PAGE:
Our pets give us joy and pleasure for many years, with a few inevitable sticky patches. Thinking about saying goodbye to them, or not being around ourselves to look after them, is difficult, but necessary. However, with forethought and planning we can ensure that they are well cared for in every eventuality.
When a pet develops an illness or aging change that affects their quality of life, we need to take steps to minimise suffering and meet their needs; and this can be much easier if we’ve planned in advance.
A pet usually shows behaviours which provide an objective measure of their health. For example, a dog may love to run to the door when the postman comes, or a cat may rush to greet you in the morning for their wet food or treat. Being able to carry out a behaviour that brings pets pleasure is a positive sign. If they are unable to do the things that they enjoy, they may be struggling.
Setting out a “letter of wishes” is a bit like a “living pet will” – deciding how you want to approach your pet’s end of life care. This can be helpful for you or, if you’re not in good health, your family, friends, or carers. Saying goodbye to your pet can be emotionally devastating. However, if thoughtful decisions are made prior to the event it can reduce the stress significantly.
Our specially trained understanding care coordinators can talk to you and help you through this difficult decision. Sedation prior to the injection of anesthetic is often a peaceful option. Some pets have favourite toys, beds or blankets or favourite spots in the house, these can be included in your plan. You can decide where you would like your pet put to sleep, in the veterinary surgery or at home. You can discuss a home visit in advance by discussing this with your vet or end-of-life vet. In this way you can provide your address, directions and telephone numbers beforehand.
The final decisions to be made involve burial or cremation and memorials. If you have earmarked a favourite spot in the garden, note that in your plan. If you would like your pet cremated, then crematoria offer two options. Communal cremation means that your pet is cremated with others and you do not receive any ashes. Individual or private cremation means they are cremated alone, and their ashes are collected. You can have the ashes returned to you or a caregiver in an urn, casket, scatter tube or a more specialised receptacle. Most crematoria offer jewellery and ornaments to contain ashes.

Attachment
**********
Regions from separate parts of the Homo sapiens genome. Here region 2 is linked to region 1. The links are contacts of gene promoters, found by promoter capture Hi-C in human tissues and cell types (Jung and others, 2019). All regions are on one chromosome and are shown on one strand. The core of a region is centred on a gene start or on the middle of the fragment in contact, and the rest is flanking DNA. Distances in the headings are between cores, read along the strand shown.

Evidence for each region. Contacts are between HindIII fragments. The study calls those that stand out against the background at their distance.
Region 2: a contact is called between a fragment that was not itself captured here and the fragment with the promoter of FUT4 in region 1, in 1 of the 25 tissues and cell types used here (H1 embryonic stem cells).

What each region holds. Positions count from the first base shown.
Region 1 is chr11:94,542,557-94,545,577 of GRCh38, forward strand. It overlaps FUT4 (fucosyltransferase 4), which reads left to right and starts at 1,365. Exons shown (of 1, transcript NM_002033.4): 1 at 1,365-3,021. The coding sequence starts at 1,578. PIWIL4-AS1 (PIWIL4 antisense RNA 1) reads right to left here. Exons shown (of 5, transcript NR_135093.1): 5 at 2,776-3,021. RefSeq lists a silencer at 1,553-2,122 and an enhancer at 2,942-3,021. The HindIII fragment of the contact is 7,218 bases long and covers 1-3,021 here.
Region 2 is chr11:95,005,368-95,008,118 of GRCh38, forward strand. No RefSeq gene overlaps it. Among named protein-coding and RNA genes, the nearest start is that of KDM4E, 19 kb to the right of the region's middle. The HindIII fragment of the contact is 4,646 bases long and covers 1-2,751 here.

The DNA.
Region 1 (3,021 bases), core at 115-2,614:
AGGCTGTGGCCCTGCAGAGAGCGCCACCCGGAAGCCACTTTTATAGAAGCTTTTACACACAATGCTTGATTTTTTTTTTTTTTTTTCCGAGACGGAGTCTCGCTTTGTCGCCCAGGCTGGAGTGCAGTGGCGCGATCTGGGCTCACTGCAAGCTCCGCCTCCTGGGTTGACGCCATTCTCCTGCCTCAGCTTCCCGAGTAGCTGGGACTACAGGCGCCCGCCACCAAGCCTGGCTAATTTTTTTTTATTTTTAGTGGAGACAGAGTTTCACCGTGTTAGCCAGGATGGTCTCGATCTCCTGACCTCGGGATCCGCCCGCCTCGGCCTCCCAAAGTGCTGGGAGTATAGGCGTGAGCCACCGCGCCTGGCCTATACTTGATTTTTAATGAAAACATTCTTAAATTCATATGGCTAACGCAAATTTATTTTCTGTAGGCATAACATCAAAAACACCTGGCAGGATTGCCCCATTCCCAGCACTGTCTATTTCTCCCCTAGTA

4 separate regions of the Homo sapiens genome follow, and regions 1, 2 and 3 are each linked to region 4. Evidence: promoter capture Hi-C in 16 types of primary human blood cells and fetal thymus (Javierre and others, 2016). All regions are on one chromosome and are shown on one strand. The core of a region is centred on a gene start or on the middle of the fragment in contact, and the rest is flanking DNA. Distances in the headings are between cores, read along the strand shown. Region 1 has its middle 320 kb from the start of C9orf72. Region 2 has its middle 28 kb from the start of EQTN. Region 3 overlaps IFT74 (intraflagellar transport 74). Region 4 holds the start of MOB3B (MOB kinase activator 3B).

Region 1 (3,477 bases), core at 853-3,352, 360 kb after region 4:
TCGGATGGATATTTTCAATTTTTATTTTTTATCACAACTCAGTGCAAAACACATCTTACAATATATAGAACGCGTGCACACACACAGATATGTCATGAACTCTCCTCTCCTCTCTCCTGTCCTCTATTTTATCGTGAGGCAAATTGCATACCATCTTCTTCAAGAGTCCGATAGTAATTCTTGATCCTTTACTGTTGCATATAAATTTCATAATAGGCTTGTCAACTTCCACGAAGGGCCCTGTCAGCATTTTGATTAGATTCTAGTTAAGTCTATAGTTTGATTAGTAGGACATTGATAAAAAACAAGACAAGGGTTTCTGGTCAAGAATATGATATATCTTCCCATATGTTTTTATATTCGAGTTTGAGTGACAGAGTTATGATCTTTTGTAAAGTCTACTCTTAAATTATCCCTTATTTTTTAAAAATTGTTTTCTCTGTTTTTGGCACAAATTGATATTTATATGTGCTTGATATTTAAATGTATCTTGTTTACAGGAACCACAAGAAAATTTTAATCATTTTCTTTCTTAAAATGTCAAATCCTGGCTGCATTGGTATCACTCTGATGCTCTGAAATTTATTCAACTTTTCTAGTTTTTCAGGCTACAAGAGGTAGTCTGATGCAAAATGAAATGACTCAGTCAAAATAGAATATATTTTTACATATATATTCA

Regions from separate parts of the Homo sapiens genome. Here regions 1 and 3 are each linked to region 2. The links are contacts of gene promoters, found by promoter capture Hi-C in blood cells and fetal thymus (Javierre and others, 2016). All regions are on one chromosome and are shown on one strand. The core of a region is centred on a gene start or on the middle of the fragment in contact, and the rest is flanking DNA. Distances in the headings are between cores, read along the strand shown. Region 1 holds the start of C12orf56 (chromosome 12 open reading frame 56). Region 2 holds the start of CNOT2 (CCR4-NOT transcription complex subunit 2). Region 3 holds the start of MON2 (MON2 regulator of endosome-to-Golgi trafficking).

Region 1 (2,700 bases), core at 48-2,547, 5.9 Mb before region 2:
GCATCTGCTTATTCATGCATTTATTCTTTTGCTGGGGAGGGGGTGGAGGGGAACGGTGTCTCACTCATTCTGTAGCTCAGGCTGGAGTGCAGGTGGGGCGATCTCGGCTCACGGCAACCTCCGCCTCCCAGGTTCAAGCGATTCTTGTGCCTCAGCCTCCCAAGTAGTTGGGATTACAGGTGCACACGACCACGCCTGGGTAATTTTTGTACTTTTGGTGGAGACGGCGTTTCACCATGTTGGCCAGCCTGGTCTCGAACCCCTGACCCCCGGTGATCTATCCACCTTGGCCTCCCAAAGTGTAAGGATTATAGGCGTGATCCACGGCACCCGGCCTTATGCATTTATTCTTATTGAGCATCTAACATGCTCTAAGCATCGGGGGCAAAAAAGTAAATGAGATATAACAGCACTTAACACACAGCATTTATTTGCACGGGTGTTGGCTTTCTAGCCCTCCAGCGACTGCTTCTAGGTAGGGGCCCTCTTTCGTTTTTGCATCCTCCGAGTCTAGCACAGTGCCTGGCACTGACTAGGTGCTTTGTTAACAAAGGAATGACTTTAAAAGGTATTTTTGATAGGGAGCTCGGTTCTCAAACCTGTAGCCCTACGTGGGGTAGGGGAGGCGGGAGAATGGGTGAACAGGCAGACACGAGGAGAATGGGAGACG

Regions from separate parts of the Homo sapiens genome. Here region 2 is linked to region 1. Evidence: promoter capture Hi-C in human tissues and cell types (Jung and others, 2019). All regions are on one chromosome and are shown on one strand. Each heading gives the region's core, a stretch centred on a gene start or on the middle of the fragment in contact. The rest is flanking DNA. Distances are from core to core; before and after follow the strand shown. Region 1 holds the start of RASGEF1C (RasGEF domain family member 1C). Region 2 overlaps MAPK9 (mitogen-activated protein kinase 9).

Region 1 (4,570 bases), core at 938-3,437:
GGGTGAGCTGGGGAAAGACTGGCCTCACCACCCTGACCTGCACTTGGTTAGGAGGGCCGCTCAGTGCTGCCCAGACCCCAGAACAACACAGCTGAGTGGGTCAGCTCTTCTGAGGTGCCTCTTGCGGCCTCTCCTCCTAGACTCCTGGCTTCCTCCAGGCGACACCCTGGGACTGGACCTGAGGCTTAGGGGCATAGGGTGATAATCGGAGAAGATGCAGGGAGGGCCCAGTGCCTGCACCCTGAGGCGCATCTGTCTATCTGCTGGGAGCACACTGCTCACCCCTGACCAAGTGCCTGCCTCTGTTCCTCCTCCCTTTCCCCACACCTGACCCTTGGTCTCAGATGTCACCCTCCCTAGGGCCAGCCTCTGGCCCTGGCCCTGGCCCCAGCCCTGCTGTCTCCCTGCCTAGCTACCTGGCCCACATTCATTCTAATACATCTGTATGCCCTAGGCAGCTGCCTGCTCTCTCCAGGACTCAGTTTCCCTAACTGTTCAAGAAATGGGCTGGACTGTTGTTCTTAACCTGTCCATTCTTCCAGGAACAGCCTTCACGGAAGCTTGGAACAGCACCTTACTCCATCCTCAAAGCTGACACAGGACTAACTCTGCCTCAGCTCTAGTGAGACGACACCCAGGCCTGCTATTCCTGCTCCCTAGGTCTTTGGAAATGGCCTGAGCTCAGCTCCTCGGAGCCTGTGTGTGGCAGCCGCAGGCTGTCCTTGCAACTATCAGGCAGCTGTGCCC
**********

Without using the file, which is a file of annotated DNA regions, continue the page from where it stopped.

Some owners like to remember their pet with a specific memorial, such as a headstone, a plant, a portrait, or donating to a charity in their name.
Your pet’s insurance policy may include a clause relating to payment or compensation for euthanasia, it is useful to record that.
Pet care can be expensive, especially for older animals or those with underlying conditions, and so you will probably want to make sure your pet is well provided for after you’ve gone. Although money cannot be left directly to the pet (as UK law deems pets as property), the use of money to benefit the pet is legally enforceable with a Trust. When deciding how much money to leave, consider a comprehensive insurance policy, preventative veterinary care, dog walking, holiday boarding and inflation.
Family members, friends and neighbours are an important part of your pet care plan. Let them know how many pets you have and how to access them in an emergency. In this way, they can provide short term care if you have an accident or are unwell. An emergency contact list in a visible place in the home, perhaps by the front or back door, is helpful. Some owners carry a card with details of their pets and contact numbers of emergency carers. So, if they are incapacitate, this enables relatives or emergency services to help.
If possible, your list should include the contact details of two people, who would care for your pet in the short term. One person may be on holiday or uncontactable.
In the event of your death or chronic illness, more permanent care arrangements need to be made. This is best undertaken as a formal arrangement through a bequest in a Will or by setting up a Trust.
So another great option is a “Pet Will” – whereby you can instruct your executors to rehome your pet, gift a cash sum and provide a “letter of wishes”.
The most common option is to gift your pet to a designated person in a Will. As circumstances can change, it is wise to include a second name in case the first person is unable to take the pet. Naming your pet or pets can be problematic as you may acquire a new pet so the clause can say ‘all animals in my possession’. Discuss your wishes with the potential caregivers to ensure they can help. The bequest can include a financial gift with a request that the money be used for the pet. The Will may not be actioned for months, so short term plans are essential.
However, you can access a Trust immediately. A trustee becomes responsible for any finances used to care for the pet. The trustee can be the caregiver or another person. Trusts run for 21 years, so, for unusually long-lived pets like tortoises, the pet can outlive the Trust.
Thinking about and documenting your wishes, whether in an end-of-life document or a Will or Trust, gives you peace of mind that your pet will be properly provided for.